In select counties, the County Dispute Resolution Centers will pilot a program to use alternative dispute resolution methods, such as mediation, seeking to resolve non-payment of rent and other issues prior to filing an unlawful detainer. This pilot program will run through July 1, 2023. The legislature is funding legal service providers to represent indigent tenants in unlawful detainer actions. Subject to available funds, tenants qualify for this program if the tenant has income, after taxes, below 200% of the federal poverty guidelines or already receives other types of public assistance.
6. New Notice and Summons Requirements.
The legislation requires landlords include new language in the 14-day pay or vacate notices and summons for unlawful detainer. This language can be found in E2SSB 5160 Section 10 starting on Page 15.
Landlords who violate these rules could face civil penalties and be liable for tenants’ court costs and attorneys’ fees.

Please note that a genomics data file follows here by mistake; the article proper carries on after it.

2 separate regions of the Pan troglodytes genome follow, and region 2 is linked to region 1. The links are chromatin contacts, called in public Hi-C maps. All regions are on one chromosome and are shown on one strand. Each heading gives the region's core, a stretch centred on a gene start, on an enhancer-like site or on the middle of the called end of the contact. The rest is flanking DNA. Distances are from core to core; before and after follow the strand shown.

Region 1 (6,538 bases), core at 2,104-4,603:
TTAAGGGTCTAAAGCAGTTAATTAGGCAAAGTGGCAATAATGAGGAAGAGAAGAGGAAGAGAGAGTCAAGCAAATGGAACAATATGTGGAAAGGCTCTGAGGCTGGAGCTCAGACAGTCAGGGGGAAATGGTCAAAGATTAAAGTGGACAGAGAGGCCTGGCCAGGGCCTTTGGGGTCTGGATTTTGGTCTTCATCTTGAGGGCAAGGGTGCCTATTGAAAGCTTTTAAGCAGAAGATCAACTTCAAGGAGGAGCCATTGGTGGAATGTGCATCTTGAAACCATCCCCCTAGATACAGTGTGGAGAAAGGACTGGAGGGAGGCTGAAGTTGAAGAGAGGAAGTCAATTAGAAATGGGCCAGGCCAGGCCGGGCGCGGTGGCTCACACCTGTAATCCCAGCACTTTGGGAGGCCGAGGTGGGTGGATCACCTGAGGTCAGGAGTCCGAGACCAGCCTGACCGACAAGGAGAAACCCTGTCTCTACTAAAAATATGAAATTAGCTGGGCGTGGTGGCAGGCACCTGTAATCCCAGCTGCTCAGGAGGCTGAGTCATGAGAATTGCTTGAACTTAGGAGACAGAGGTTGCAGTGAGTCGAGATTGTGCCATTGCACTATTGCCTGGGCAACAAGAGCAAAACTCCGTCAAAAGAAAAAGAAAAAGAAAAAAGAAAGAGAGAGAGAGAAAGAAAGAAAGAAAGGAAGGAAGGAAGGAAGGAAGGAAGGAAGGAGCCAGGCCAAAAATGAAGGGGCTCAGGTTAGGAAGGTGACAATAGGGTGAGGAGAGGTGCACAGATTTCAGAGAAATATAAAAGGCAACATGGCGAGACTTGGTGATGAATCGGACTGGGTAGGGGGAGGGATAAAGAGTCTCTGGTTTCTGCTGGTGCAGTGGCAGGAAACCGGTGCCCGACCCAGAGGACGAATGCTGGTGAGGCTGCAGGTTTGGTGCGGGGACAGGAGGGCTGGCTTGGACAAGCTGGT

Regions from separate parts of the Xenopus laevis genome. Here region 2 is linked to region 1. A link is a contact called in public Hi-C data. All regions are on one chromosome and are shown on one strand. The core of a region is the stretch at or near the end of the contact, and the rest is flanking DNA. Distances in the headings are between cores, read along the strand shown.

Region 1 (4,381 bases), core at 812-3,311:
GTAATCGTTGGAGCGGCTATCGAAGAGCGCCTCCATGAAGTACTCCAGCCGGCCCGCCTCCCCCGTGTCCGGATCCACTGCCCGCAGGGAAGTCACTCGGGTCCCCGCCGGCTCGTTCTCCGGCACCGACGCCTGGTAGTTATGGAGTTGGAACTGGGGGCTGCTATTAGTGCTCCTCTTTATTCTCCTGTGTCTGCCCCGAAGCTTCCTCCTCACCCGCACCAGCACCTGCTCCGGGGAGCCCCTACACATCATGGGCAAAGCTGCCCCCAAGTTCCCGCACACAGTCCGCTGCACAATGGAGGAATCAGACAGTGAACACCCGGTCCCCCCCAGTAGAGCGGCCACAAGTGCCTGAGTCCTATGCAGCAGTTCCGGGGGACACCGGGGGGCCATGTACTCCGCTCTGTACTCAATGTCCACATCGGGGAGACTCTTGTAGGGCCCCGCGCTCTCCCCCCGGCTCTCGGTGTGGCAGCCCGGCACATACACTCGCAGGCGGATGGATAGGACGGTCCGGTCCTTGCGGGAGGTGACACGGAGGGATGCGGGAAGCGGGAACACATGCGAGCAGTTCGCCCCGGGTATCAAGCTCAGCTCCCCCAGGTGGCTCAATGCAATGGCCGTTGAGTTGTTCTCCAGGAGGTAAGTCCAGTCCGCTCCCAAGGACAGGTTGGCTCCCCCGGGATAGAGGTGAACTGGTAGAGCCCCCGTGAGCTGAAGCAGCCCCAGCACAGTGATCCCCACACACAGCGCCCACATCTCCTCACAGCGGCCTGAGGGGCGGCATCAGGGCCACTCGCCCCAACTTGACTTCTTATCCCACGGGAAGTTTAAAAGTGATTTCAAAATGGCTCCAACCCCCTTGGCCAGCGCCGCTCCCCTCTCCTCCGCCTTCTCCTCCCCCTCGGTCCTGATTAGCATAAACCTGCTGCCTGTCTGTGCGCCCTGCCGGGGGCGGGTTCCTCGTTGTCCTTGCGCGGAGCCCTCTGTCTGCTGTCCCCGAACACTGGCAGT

The End of No Cause Evictions on Month-to-Month Leases
Effective on May 10, 2021, the Governor signed separate legislation impacting residential landlords’ ability to terminate tenancies at the end of a lease term or terminate indefinite period tenancies (i.e. month to month) without cause (Engrossed Substitute House Bill 1236). This legislation prevents a landlord from ending a periodic tenancy (month-to-month lease) unless the landlord can demonstrate just-cause based on one of 16 reasons listed in the statute, some of which require the landlord give 90-day advanced notice to the tenants. For Example:
1. If a landlord wants to personally occupy the property, or has family that will personally occupy the property, the landlord must give 90 days’ advanced written notice prior to terminating the month-to-month lease.
2. If a landlord wants to sell the property, the landlord must give 90 days’ advanced written notice prior to terminating the month-to-month lease.
3. If a landlord has other legitimate economic or business reasons to terminate, the landlord must give 60 days’ advanced written notice, which a court could extend by another 60 days if the tenant shows good cause.